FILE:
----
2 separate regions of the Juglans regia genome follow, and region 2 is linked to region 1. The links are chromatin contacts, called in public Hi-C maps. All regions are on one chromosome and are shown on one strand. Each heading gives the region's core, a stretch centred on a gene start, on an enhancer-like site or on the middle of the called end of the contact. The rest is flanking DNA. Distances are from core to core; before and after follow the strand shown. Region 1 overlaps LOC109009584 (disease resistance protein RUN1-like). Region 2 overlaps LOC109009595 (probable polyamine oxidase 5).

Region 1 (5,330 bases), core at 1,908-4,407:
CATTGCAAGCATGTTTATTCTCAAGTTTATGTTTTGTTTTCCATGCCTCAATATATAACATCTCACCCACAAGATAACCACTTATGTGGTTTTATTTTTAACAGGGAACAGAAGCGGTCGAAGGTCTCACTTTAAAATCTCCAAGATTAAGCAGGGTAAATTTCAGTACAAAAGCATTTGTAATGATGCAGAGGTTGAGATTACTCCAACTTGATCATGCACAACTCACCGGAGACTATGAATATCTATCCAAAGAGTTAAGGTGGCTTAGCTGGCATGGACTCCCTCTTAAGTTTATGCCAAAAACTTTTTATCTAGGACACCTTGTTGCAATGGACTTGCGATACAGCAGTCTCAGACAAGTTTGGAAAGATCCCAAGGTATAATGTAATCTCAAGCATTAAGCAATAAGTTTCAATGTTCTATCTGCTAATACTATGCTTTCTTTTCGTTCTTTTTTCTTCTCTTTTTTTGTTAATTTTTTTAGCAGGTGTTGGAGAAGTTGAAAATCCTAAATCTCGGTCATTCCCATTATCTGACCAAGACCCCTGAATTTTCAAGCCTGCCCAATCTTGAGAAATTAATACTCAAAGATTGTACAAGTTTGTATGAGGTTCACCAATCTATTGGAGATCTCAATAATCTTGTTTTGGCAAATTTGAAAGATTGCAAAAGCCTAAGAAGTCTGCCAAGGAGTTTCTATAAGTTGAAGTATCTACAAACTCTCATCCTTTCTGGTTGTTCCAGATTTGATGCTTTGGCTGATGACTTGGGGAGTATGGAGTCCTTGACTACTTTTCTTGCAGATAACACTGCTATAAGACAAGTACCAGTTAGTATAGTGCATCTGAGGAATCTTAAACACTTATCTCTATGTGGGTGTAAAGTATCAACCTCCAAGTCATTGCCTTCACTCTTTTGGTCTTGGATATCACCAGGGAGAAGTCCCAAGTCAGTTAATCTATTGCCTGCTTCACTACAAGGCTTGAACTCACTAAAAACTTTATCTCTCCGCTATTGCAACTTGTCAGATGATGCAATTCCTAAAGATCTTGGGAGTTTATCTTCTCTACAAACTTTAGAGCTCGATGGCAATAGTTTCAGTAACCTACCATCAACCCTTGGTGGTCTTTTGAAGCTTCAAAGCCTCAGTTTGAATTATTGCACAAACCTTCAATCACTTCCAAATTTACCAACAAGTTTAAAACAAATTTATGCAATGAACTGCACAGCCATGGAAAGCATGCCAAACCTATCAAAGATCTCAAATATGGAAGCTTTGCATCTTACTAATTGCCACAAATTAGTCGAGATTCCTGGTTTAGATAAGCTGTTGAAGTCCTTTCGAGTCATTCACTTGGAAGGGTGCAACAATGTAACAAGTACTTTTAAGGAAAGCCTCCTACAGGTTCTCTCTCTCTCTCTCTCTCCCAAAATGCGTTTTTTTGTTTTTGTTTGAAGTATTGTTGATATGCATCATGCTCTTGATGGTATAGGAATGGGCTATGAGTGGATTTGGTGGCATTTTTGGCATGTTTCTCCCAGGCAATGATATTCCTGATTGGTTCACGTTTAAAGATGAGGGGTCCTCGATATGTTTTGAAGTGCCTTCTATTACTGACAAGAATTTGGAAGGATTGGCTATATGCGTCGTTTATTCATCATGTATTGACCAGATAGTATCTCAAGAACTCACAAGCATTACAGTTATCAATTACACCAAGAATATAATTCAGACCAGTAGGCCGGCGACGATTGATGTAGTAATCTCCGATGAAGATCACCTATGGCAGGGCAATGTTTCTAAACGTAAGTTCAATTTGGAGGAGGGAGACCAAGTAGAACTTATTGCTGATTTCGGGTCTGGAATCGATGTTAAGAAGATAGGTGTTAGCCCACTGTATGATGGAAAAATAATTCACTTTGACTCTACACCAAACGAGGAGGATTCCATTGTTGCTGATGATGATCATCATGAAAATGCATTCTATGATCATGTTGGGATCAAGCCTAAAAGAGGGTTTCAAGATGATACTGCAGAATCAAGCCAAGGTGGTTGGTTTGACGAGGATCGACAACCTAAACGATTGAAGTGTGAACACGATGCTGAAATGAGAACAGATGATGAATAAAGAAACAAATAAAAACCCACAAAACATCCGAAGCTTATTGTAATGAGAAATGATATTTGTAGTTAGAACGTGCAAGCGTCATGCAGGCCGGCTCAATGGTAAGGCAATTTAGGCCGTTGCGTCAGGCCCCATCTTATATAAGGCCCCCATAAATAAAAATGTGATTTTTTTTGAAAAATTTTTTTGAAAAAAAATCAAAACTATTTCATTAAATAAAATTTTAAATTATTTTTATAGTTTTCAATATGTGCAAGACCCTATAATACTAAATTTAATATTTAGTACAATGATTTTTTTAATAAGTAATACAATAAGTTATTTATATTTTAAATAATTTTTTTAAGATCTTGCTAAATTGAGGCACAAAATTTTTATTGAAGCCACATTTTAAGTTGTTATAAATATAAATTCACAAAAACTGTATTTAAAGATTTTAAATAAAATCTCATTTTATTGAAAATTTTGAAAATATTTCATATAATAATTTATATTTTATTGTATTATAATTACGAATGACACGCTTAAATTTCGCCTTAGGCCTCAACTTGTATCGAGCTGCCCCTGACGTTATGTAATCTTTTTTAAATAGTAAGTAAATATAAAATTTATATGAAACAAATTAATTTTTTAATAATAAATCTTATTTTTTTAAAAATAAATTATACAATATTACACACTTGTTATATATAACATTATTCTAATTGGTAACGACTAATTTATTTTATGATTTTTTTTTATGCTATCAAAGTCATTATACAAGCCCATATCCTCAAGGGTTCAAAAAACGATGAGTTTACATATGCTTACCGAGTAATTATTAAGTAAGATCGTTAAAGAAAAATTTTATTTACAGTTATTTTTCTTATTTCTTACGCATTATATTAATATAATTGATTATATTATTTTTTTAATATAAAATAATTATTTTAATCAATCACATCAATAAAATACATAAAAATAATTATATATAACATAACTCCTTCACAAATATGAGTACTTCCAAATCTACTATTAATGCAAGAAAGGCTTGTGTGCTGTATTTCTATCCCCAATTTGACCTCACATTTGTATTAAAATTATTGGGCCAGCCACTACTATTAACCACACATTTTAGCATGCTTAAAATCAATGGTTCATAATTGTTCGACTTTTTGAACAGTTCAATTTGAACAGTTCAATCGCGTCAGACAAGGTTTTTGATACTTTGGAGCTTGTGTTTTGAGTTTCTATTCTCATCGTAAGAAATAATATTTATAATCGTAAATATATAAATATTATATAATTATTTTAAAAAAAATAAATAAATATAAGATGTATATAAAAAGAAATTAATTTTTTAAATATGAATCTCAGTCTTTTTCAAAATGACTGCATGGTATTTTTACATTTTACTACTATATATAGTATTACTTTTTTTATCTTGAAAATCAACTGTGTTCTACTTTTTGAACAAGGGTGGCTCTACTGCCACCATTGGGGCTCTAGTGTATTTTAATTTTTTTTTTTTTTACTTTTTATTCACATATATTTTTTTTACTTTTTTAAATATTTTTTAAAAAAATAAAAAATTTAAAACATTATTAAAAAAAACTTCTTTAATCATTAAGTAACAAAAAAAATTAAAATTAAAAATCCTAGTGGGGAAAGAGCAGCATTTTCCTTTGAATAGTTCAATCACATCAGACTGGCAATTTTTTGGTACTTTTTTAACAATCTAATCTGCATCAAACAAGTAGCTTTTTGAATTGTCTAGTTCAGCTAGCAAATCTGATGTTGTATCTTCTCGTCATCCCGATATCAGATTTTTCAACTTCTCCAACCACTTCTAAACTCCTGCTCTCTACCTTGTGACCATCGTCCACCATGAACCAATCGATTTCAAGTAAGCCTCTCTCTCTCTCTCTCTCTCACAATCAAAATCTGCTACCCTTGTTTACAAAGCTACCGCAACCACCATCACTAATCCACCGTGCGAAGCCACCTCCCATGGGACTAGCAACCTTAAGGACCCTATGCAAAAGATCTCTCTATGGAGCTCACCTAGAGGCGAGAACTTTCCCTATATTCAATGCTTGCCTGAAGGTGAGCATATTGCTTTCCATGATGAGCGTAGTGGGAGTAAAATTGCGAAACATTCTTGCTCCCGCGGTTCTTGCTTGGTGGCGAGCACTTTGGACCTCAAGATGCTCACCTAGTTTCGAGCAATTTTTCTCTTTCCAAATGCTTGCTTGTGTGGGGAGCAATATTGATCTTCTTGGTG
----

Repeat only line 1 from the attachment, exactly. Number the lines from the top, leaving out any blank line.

2 separate regions of the Juglans regia genome follow, and region 2 is linked to region 1. The links are chromatin contacts, called in public Hi-C maps. All regions are on one chromosome and are shown on one strand. Each heading gives the region's core, a stretch centred on a gene start, on an enhancer-like site or on the middle of the called end of the contact. The rest is flanking DNA. Distances are from core to core; before and after follow the strand shown. Region 1 overlaps LOC109009584 (disease resistance protein RUN1-like). Region 2 overlaps LOC109009595 (probable polyamine oxidase 5).